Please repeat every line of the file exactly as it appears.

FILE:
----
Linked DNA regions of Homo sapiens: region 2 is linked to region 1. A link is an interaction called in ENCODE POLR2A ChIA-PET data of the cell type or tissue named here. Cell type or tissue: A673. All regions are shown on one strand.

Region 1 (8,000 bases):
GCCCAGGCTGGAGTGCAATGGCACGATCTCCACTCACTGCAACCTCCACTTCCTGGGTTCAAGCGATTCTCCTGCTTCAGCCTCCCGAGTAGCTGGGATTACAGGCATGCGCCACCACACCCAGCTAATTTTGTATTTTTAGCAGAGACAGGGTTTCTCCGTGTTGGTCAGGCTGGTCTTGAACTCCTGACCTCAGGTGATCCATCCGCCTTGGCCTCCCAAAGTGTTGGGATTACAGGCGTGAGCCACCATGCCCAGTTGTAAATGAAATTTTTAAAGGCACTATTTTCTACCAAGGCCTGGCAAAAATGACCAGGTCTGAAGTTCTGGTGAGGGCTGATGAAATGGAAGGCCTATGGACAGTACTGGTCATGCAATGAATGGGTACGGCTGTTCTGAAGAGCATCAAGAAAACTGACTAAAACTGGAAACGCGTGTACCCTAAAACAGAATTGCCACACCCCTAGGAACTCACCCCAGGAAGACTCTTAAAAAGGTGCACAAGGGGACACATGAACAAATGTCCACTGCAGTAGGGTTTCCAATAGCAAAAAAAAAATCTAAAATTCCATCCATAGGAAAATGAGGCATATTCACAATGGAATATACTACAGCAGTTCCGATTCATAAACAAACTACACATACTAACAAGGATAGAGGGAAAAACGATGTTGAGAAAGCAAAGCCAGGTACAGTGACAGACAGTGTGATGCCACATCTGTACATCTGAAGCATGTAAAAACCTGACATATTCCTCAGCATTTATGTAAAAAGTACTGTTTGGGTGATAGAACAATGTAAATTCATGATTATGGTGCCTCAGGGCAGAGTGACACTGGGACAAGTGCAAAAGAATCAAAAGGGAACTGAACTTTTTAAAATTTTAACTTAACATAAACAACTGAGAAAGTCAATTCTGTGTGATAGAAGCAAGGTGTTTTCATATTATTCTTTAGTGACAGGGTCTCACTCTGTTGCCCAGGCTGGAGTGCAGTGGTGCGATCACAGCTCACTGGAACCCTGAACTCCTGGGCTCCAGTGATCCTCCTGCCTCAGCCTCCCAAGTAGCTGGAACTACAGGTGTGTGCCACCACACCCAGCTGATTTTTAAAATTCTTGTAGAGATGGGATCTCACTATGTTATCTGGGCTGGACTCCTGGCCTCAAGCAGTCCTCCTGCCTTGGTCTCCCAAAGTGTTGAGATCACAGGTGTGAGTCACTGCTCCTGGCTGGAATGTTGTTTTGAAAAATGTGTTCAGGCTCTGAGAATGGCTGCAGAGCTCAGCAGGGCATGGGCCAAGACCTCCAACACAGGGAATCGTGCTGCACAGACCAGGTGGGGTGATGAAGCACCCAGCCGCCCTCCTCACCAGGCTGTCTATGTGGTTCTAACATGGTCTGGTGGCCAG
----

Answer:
Linked DNA regions of Homo sapiens: region 2 is linked to region 1. A link is an interaction called in ENCODE POLR2A ChIA-PET data of the cell type or tissue named here. Cell type or tissue: A673. All regions are shown on one strand.

Region 1 (8,000 bases):
GCCCAGGCTGGAGTGCAATGGCACGATCTCCACTCACTGCAACCTCCACTTCCTGGGTTCAAGCGATTCTCCTGCTTCAGCCTCCCGAGTAGCTGGGATTACAGGCATGCGCCACCACACCCAGCTAATTTTGTATTTTTAGCAGAGACAGGGTTTCTCCGTGTTGGTCAGGCTGGTCTTGAACTCCTGACCTCAGGTGATCCATCCGCCTTGGCCTCCCAAAGTGTTGGGATTACAGGCGTGAGCCACCATGCCCAGTTGTAAATGAAATTTTTAAAGGCACTATTTTCTACCAAGGCCTGGCAAAAATGACCAGGTCTGAAGTTCTGGTGAGGGCTGATGAAATGGAAGGCCTATGGACAGTACTGGTCATGCAATGAATGGGTACGGCTGTTCTGAAGAGCATCAAGAAAACTGACTAAAACTGGAAACGCGTGTACCCTAAAACAGAATTGCCACACCCCTAGGAACTCACCCCAGGAAGACTCTTAAAAAGGTGCACAAGGGGACACATGAACAAATGTCCACTGCAGTAGGGTTTCCAATAGCAAAAAAAAAATCTAAAATTCCATCCATAGGAAAATGAGGCATATTCACAATGGAATATACTACAGCAGTTCCGATTCATAAACAAACTACACATACTAACAAGGATAGAGGGAAAAACGATGTTGAGAAAGCAAAGCCAGGTACAGTGACAGACAGTGTGATGCCACATCTGTACATCTGAAGCATGTAAAAACCTGACATATTCCTCAGCATTTATGTAAAAAGTACTGTTTGGGTGATAGAACAATGTAAATTCATGATTATGGTGCCTCAGGGCAGAGTGACACTGGGACAAGTGCAAAAGAATCAAAAGGGAACTGAACTTTTTAAAATTTTAACTTAACATAAACAACTGAGAAAGTCAATTCTGTGTGATAGAAGCAAGGTGTTTTCATATTATTCTTTAGTGACAGGGTCTCACTCTGTTGCCCAGGCTGGAGTGCAGTGGTGCGATCACAGCTCACTGGAACCCTGAACTCCTGGGCTCCAGTGATCCTCCTGCCTCAGCCTCCCAAGTAGCTGGAACTACAGGTGTGTGCCACCACACCCAGCTGATTTTTAAAATTCTTGTAGAGATGGGATCTCACTATGTTATCTGGGCTGGACTCCTGGCCTCAAGCAGTCCTCCTGCCTTGGTCTCCCAAAGTGTTGAGATCACAGGTGTGAGTCACTGCTCCTGGCTGGAATGTTGTTTTGAAAAATGTGTTCAGGCTCTGAGAATGGCTGCAGAGCTCAGCAGGGCATGGGCCAAGACCTCCAACACAGGGAATCGTGCTGCACAGACCAGGTGGGGTGATGAAGCACCCAGCCGCCCTCCTCACCAGGCTGTCTATGTGGTTCTAACATGGTCTGGTGGCCAG